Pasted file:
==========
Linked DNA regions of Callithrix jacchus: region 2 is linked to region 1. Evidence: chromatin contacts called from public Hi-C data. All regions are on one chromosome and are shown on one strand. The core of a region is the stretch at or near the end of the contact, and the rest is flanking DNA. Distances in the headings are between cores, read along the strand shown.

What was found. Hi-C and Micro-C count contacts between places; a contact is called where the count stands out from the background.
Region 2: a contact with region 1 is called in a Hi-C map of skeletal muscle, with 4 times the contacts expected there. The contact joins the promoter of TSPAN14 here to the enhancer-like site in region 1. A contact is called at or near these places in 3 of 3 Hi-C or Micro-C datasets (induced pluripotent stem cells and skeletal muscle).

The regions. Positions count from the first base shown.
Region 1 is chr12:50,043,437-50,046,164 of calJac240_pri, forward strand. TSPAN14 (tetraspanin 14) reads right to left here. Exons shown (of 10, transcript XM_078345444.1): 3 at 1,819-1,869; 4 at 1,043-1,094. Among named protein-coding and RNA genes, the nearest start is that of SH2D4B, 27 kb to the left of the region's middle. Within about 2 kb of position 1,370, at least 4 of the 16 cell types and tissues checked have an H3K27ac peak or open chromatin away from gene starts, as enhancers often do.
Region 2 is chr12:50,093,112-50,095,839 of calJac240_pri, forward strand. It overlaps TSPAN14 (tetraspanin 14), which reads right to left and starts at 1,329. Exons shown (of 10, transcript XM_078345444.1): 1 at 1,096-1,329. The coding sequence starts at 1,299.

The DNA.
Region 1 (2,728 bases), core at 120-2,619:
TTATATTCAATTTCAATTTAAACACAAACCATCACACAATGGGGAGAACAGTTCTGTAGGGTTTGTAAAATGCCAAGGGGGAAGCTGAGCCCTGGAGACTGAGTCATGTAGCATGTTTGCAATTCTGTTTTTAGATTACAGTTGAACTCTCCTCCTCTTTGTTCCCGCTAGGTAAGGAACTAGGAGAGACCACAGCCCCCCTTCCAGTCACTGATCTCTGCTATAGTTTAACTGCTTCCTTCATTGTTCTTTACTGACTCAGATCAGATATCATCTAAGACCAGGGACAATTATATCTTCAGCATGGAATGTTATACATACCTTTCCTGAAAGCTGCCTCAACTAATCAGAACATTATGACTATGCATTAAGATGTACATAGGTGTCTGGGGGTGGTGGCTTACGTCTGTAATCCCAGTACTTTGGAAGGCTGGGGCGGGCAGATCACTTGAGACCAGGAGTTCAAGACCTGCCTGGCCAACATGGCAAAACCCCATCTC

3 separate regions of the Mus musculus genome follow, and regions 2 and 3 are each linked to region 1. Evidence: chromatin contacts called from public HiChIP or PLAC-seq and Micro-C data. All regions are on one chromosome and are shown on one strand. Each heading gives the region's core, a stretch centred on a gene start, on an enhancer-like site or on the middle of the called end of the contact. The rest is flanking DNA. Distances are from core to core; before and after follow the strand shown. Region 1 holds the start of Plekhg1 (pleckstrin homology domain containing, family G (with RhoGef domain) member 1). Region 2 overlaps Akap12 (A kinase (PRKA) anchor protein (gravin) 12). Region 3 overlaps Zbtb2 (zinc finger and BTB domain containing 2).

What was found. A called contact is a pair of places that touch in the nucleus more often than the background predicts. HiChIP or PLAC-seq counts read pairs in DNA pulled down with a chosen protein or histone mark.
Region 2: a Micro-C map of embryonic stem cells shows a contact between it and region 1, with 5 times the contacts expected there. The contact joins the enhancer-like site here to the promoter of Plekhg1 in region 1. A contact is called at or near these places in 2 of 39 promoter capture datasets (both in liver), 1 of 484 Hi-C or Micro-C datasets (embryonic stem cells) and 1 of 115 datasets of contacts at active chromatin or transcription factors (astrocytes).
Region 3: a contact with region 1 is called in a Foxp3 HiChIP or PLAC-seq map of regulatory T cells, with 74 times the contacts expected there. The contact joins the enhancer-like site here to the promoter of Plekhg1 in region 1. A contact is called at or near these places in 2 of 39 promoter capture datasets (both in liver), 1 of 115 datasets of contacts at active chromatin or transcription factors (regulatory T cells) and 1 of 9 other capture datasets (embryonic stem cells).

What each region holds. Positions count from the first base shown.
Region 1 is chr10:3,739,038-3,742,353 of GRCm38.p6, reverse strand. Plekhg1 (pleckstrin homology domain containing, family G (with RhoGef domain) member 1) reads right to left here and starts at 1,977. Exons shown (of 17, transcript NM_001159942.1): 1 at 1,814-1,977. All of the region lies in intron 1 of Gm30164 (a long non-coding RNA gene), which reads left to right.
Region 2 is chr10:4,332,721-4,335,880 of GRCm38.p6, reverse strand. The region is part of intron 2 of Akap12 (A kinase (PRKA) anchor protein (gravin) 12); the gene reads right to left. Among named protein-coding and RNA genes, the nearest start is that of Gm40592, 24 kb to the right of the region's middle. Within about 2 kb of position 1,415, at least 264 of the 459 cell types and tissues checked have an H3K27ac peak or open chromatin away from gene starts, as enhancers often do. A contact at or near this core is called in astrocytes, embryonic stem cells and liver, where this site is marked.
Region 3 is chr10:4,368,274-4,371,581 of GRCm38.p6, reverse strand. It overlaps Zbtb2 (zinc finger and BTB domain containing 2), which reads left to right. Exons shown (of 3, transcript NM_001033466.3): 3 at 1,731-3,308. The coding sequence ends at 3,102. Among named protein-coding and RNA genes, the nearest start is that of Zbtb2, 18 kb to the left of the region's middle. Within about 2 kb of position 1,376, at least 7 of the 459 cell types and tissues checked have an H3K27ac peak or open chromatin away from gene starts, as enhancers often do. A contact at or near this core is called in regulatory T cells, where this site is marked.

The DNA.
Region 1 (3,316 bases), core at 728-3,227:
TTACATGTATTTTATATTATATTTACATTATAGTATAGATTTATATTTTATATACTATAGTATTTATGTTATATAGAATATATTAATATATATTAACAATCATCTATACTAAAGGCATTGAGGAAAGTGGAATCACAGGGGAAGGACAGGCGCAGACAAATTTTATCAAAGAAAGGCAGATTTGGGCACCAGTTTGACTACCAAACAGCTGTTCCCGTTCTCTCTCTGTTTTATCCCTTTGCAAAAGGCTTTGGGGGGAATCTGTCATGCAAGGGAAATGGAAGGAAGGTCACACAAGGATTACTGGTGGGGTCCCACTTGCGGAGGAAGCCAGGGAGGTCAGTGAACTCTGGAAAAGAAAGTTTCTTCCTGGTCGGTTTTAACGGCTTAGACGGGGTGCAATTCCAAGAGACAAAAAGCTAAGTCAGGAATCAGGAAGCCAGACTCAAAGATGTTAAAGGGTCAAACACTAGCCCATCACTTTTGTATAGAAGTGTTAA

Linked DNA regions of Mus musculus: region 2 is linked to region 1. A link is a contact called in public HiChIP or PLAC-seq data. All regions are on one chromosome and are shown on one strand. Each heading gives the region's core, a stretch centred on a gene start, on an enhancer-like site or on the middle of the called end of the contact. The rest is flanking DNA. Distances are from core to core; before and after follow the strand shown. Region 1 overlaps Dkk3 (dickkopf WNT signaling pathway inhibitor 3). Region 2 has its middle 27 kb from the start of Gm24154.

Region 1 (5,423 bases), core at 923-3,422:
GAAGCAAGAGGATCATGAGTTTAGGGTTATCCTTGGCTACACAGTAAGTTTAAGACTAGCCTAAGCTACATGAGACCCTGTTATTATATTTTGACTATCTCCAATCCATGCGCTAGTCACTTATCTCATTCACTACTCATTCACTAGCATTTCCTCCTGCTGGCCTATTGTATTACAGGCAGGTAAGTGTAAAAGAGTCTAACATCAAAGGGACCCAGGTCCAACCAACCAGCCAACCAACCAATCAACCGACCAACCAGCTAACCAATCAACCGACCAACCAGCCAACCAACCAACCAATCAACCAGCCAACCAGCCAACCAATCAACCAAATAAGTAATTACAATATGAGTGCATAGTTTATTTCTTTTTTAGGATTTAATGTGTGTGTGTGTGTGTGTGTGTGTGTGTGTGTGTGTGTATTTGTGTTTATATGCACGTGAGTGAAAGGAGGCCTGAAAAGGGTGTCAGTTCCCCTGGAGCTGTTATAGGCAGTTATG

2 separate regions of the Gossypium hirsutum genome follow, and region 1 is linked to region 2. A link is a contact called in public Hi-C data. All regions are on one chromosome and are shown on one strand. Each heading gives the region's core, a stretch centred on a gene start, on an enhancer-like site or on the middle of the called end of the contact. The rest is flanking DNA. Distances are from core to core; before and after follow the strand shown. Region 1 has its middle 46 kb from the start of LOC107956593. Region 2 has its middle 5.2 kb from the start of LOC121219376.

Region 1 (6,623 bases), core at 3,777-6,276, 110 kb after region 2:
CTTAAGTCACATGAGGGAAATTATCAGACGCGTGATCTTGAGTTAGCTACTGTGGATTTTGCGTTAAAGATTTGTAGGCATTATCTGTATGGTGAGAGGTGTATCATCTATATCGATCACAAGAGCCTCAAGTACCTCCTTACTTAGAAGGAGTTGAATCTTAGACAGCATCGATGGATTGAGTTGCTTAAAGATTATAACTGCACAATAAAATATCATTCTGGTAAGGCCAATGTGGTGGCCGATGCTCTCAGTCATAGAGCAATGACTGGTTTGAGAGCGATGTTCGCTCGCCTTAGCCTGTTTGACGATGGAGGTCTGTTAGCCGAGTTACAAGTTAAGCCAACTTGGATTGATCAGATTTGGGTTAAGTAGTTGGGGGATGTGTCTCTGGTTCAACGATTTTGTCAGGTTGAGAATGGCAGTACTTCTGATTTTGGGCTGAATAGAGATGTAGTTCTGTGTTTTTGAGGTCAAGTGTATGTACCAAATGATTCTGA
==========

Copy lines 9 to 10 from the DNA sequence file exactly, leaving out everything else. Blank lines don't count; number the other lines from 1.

TTATATTCAATTTCAATTTAAACACAAACCATCACACAATGGGGAGAACAGTTCTGTAGGGTTTGTAAAATGCCAAGGGGGAAGCTGAGCCCTGGAGACTGAGTCATGTAGCATGTTTGCAATTCTGTTTTTAGATTACAGTTGAACTCTCCTCCTCTTTGTTCCCGCTAGGTAAGGAACTAGGAGAGACCACAGCCCCCCTTCCAGTCACTGATCTCTGCTATAGTTTAACTGCTTCCTTCATTGTTCTTTACTGACTCAGATCAGATATCATCTAAGACCAGGGACAATTATATCTTCAGCATGGAATGTTATACATACCTTTCCTGAAAGCTGCCTCAACTAATCAGAACATTATGACTATGCATTAAGATGTACATAGGTGTCTGGGGGTGGTGGCTTACGTCTGTAATCCCAGTACTTTGGAAGGCTGGGGCGGGCAGATCACTTGAGACCAGGAGTTCAAGACCTGCCTGGCCAACATGGCAAAACCCCATCTC

3 separate regions of the Mus musculus genome follow, and regions 2 and 3 are each linked to region 1. Evidence: chromatin contacts called from public HiChIP or PLAC-seq and Micro-C data. All regions are on one chromosome and are shown on one strand. Each heading gives the region's core, a stretch centred on a gene start, on an enhancer-like site or on the middle of the called end of the contact. The rest is flanking DNA. Distances are from core to core; before and after follow the strand shown. Region 1 holds the start of Plekhg1 (pleckstrin homology domain containing, family G (with RhoGef domain) member 1). Region 2 overlaps Akap12 (A kinase (PRKA) anchor protein (gravin) 12). Region 3 overlaps Zbtb2 (zinc finger and BTB domain containing 2).